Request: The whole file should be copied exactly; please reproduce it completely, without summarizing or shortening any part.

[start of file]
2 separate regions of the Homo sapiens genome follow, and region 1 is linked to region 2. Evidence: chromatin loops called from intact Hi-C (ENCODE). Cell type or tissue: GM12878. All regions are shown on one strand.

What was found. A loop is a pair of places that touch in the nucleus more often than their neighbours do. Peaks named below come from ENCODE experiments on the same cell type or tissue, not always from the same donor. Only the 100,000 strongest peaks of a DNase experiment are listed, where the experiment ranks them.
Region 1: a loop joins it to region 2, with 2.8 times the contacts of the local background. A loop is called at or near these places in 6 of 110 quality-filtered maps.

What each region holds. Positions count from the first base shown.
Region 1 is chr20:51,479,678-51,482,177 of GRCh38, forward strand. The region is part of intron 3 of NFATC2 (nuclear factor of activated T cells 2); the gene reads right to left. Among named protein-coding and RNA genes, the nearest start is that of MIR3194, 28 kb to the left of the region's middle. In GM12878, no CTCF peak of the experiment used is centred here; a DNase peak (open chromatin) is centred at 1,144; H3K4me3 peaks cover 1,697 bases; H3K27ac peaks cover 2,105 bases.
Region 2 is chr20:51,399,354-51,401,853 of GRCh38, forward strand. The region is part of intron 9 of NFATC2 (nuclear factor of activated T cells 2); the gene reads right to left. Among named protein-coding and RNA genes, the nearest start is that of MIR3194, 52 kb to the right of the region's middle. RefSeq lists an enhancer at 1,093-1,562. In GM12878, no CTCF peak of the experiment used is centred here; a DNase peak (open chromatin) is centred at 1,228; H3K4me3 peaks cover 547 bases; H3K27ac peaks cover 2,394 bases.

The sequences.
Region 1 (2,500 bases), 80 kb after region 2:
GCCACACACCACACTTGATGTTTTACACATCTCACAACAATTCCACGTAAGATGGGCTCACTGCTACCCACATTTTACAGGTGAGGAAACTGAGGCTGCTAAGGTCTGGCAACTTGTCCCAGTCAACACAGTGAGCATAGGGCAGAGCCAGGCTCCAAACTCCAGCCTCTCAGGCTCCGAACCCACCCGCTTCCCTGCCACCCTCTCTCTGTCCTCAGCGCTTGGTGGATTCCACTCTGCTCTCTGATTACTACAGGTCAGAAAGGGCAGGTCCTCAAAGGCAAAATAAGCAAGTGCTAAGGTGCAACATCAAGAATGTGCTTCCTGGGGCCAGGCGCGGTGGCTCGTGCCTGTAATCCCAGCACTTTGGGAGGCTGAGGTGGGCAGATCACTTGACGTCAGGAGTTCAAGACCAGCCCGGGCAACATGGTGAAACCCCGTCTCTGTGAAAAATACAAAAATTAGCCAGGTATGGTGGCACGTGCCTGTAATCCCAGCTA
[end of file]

2 separate regions of the Homo sapiens genome follow, and region 1 is linked to region 2. Evidence: chromatin loops called from intact Hi-C (ENCODE). Cell type or tissue: GM12878. All regions are shown on one strand.

What was found. A loop is a pair of places that touch in the nucleus more often than their neighbours do. Peaks named below come from ENCODE experiments on the same cell type or tissue, not always from the same donor. Only the 100,000 strongest peaks of a DNase experiment are listed, where the experiment ranks them.
Region 1: a loop joins it to region 2, with 2.8 times the contacts of the local background. A loop is called at or near these places in 6 of 110 quality-filtered maps.

What each region holds. Positions count from the first base shown.
Region 1 is chr20:51,479,678-51,482,177 of GRCh38, forward strand. The region is part of intron 3 of NFATC2 (nuclear factor of activated T cells 2); the gene reads right to left. Among named protein-coding and RNA genes, the nearest start is that of MIR3194, 28 kb to the left of the region's middle. In GM12878, no CTCF peak of the experiment used is centred here; a DNase peak (open chromatin) is centred at 1,144; H3K4me3 peaks cover 1,697 bases; H3K27ac peaks cover 2,105 bases.
Region 2 is chr20:51,399,354-51,401,853 of GRCh38, forward strand. The region is part of intron 9 of NFATC2 (nuclear factor of activated T cells 2); the gene reads right to left. Among named protein-coding and RNA genes, the nearest start is that of MIR3194, 52 kb to the right of the region's middle. RefSeq lists an enhancer at 1,093-1,562. In GM12878, no CTCF peak of the experiment used is centred here; a DNase peak (open chromatin) is centred at 1,228; H3K4me3 peaks cover 547 bases; H3K27ac peaks cover 2,394 bases.

The sequences.
Region 1 (2,500 bases), 80 kb after region 2:
GCCACACACCACACTTGATGTTTTACACATCTCACAACAATTCCACGTAAGATGGGCTCACTGCTACCCACATTTTACAGGTGAGGAAACTGAGGCTGCTAAGGTCTGGCAACTTGTCCCAGTCAACACAGTGAGCATAGGGCAGAGCCAGGCTCCAAACTCCAGCCTCTCAGGCTCCGAACCCACCCGCTTCCCTGCCACCCTCTCTCTGTCCTCAGCGCTTGGTGGATTCCACTCTGCTCTCTGATTACTACAGGTCAGAAAGGGCAGGTCCTCAAAGGCAAAATAAGCAAGTGCTAAGGTGCAACATCAAGAATGTGCTTCCTGGGGCCAGGCGCGGTGGCTCGTGCCTGTAATCCCAGCACTTTGGGAGGCTGAGGTGGGCAGATCACTTGACGTCAGGAGTTCAAGACCAGCCCGGGCAACATGGTGAAACCCCGTCTCTGTGAAAAATACAAAAATTAGCCAGGTATGGTGGCACGTGCCTGTAATCCCAGCTA